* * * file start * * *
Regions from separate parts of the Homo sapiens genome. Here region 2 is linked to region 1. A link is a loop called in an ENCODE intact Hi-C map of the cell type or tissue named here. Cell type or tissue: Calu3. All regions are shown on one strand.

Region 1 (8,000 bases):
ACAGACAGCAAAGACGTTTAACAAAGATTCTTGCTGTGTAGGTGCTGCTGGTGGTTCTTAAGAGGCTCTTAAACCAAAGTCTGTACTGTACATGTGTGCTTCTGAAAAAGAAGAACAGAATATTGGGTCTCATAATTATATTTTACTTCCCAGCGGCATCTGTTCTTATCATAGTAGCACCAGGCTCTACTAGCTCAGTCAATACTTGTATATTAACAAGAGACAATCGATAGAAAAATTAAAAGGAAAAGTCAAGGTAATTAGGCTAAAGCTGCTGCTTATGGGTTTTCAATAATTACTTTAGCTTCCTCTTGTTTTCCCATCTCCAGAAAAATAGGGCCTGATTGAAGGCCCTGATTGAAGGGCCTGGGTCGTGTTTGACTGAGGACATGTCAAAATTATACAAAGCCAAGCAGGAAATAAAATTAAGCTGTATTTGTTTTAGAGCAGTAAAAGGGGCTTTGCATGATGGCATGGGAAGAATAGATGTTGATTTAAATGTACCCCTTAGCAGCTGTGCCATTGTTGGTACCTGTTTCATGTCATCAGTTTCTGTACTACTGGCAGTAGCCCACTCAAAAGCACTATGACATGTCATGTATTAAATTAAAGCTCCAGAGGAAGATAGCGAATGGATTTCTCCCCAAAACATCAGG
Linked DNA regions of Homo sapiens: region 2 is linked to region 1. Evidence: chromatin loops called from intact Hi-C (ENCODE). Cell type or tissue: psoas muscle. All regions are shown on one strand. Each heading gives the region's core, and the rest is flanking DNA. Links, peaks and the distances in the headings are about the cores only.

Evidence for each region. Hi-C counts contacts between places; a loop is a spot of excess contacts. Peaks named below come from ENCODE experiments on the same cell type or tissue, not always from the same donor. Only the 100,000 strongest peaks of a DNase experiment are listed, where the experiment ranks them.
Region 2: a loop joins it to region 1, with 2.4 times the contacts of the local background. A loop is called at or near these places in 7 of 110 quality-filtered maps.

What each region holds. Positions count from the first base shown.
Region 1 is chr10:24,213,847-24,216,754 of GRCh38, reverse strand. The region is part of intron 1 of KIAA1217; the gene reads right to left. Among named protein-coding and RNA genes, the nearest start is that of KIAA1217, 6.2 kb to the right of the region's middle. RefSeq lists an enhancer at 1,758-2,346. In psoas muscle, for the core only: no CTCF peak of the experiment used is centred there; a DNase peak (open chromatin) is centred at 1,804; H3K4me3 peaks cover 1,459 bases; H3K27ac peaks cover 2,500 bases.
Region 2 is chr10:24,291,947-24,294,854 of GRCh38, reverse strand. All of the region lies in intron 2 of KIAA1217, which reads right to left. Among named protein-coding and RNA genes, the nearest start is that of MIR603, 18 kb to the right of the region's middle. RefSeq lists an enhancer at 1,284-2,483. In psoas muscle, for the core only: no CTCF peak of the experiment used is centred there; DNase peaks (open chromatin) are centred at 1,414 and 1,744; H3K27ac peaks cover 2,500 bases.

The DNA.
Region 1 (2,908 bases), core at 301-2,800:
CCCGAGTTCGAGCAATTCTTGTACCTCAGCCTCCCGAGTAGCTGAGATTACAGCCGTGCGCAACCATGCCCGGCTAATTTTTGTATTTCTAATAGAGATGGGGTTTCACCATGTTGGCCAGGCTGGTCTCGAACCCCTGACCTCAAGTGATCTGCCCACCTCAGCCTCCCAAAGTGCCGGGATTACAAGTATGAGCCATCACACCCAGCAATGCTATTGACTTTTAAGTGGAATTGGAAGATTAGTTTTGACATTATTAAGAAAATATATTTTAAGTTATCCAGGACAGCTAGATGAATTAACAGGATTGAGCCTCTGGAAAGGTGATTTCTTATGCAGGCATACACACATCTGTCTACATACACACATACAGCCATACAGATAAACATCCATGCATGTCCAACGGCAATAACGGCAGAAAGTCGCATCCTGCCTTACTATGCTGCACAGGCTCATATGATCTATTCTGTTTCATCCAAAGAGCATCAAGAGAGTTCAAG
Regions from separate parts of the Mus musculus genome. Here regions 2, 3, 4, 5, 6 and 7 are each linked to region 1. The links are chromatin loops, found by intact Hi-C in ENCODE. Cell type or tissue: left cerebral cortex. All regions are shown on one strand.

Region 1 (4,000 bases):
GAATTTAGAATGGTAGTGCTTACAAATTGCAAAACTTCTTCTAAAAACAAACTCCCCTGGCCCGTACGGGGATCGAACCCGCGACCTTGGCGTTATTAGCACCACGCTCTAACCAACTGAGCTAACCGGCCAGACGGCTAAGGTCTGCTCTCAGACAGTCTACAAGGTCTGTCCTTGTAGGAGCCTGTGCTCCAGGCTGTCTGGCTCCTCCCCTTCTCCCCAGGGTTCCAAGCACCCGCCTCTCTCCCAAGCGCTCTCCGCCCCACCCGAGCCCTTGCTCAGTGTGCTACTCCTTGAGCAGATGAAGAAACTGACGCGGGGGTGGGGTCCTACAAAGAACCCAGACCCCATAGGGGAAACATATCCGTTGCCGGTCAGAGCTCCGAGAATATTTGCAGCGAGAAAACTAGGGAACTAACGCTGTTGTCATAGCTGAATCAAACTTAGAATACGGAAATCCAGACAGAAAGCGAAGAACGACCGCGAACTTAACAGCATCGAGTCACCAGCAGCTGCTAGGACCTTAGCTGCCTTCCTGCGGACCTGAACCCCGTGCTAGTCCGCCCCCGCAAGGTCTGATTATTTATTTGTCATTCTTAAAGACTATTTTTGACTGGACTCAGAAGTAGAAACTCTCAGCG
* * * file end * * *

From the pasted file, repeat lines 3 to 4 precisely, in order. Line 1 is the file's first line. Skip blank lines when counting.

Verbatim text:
ACAGACAGCAAAGACGTTTAACAAAGATTCTTGCTGTGTAGGTGCTGCTGGTGGTTCTTAAGAGGCTCTTAAACCAAAGTCTGTACTGTACATGTGTGCTTCTGAAAAAGAAGAACAGAATATTGGGTCTCATAATTATATTTTACTTCCCAGCGGCATCTGTTCTTATCATAGTAGCACCAGGCTCTACTAGCTCAGTCAATACTTGTATATTAACAAGAGACAATCGATAGAAAAATTAAAAGGAAAAGTCAAGGTAATTAGGCTAAAGCTGCTGCTTATGGGTTTTCAATAATTACTTTAGCTTCCTCTTGTTTTCCCATCTCCAGAAAAATAGGGCCTGATTGAAGGCCCTGATTGAAGGGCCTGGGTCGTGTTTGACTGAGGACATGTCAAAATTATACAAAGCCAAGCAGGAAATAAAATTAAGCTGTATTTGTTTTAGAGCAGTAAAAGGGGCTTTGCATGATGGCATGGGAAGAATAGATGTTGATTTAAATGTACCCCTTAGCAGCTGTGCCATTGTTGGTACCTGTTTCATGTCATCAGTTTCTGTACTACTGGCAGTAGCCCACTCAAAAGCACTATGACATGTCATGTATTAAATTAAAGCTCCAGAGGAAGATAGCGAATGGATTTCTCCCCAAAACATCAGG
Linked DNA regions of Homo sapiens: region 2 is linked to region 1. Evidence: chromatin loops called from intact Hi-C (ENCODE). Cell type or tissue: psoas muscle. All regions are shown on one strand. Each heading gives the region's core, and the rest is flanking DNA. Links, peaks and the distances in the headings are about the cores only.